Anyone who's discussed perturbation of & settling in analog computing networks is not surprised - but this core task is completely foreign to the bulk of our existing electorate, who will heatedly argue for hours based on personal allegiance to CONSERVING traditional, completely un-examined - & always partially obsolete - value maps, rating systems & grading systems!  Our net electorate is actually convinced that we mustn't change, and we're busy perfecting our ability to churn out more students of the same mindset!

Tradition can be a delicate, even taboo subject, just like national suicide.

Only in ritualized sports, orchestra, dance, theater, construction, etc do students routinely learn that, to succeed, everything has to continually change.  

Ironically, attention-seeking toddlers & adult Control Frauds both learn that the only way to personally "win" is willingness to break any & all rules [for personal, not group, benefit].  By actively selecting for the confluence of {personal success + group tradition}, we unwittingly select for increasing cultural fraud as the ONLY possible outcome.  This Catch-22 insanity starts in schools, and is most easily prevented there.

The best way to change that may to continually change the education system at a faster pace, so that "components" in our electoral analog-computing-network become increasingly more flexible, adaptive & thereby resilient.  Not too much, but enough to meet emerging demands of group context.  We need neither too little nor too much change, but we always need change tuned to both the magnitude & pace of changing context demands.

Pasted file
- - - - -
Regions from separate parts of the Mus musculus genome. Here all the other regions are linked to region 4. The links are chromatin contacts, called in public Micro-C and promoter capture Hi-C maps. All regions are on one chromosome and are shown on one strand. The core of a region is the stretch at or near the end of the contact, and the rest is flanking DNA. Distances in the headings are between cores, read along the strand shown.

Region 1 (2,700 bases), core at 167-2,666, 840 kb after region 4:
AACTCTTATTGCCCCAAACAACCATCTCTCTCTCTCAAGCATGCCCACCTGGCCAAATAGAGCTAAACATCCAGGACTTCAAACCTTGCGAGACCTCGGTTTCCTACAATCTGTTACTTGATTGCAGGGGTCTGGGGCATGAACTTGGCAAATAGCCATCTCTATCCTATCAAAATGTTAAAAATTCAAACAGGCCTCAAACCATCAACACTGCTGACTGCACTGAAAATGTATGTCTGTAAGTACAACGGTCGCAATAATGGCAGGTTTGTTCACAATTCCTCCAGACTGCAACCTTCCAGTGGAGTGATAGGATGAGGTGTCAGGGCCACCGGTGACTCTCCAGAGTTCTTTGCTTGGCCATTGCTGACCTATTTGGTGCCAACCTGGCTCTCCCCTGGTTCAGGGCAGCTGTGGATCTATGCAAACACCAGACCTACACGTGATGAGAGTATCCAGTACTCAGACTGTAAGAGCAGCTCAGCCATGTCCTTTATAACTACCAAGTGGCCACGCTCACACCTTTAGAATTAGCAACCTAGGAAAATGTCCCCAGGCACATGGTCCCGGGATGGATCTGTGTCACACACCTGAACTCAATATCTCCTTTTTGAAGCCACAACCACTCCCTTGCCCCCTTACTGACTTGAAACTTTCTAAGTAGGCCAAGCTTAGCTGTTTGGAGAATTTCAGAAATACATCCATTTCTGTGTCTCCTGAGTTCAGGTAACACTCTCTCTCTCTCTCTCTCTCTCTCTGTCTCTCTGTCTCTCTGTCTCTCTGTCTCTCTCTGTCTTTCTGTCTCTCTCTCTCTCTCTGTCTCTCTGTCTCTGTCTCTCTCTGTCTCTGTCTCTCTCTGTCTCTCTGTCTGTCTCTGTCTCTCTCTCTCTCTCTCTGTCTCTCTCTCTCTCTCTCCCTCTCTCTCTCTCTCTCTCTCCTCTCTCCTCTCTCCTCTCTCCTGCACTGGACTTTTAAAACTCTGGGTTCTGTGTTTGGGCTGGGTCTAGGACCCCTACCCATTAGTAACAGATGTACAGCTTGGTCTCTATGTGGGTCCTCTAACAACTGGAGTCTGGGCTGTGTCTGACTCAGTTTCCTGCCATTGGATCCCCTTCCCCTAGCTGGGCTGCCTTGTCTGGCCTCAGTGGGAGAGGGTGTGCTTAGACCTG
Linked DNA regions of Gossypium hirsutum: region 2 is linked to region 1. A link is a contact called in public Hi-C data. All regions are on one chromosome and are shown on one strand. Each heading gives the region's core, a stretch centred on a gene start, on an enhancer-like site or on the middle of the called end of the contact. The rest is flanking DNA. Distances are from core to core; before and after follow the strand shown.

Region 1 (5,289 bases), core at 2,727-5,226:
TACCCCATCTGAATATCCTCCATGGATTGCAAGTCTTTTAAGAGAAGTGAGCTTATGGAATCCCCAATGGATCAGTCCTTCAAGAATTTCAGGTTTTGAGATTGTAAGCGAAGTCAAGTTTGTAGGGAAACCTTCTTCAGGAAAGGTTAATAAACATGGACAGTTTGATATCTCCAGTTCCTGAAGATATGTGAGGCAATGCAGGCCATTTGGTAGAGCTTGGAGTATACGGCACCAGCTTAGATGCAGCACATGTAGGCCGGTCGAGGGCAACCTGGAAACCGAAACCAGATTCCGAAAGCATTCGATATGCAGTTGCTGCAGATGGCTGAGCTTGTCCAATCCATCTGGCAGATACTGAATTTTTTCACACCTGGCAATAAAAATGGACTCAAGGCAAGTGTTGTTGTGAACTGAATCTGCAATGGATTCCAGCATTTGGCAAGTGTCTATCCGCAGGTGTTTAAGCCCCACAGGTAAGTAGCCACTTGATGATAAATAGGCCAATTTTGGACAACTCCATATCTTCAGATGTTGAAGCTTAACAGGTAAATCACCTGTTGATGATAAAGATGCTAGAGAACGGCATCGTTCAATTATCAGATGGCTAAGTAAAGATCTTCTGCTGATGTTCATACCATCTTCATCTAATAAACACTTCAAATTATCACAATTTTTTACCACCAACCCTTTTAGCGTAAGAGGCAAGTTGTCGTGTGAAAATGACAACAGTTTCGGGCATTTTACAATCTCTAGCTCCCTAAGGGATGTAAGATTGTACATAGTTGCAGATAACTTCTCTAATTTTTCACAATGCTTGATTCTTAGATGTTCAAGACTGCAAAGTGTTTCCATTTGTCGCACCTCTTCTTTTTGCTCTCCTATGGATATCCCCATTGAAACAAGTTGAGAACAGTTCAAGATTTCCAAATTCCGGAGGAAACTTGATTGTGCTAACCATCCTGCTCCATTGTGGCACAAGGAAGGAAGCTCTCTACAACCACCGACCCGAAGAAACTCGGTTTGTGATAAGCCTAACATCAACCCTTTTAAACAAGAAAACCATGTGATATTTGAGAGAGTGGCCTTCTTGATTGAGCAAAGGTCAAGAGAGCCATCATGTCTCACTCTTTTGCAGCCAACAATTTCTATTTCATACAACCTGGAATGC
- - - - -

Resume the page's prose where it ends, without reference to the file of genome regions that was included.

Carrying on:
Return-on-coordination trumps all other returns, by far.  It's why evolution works, and social-species dominate.


Therefore, the goal is to continually re-map growing sets of dynamic tolerance limits to dynamic context.  To manage the exponentially growing inter-dependencies that come with cultural growth, students must be comfortable constantly & quickly trading SOME local options for SOME group options that produce net benefit.  That means being less fixated on personal success, less wary of group change, and hence better able to pursue emerging return-on-coordination.  We need to change, in order to actively select for more, not less, cultural resilience.  We ALWAYS need to change how we train our kids, so they're even more resilient than we were.  To do that, we need to explore & select from training options - faster.

Below is just ONE of endless examples why:

Roger Erickson, May 2012; mmt-discuss
Subject:  re: painful to watch - Ron Paul vs Paul Krugman video debate 
 it's like a re-enacted debate between Ptolomeic vs pre-Copernican physicists. 
Americans shouldn't let Americans settle for archaic philosophies OR operations!
   ...
Ok, I'll extend my original statement. RP doesn't understand fiat monetary systems, PK doesn't understand banking operations, and OUR ELECTORATES DON'T KNOW THE DIFFERENCE!!!

This is a sad commentary on complex, human cultures. How much complexity can be constrained by remarkably pinheaded constraints? Every system has it's bugs. We've identified one permutation. It's not the only one that emerges entirely as a cultural phenomenon, "in the cloud" so to speak. Something has to be recursively placed in our educational system to provide future generations a bit more immunity to this form of cultural auto-immune disease.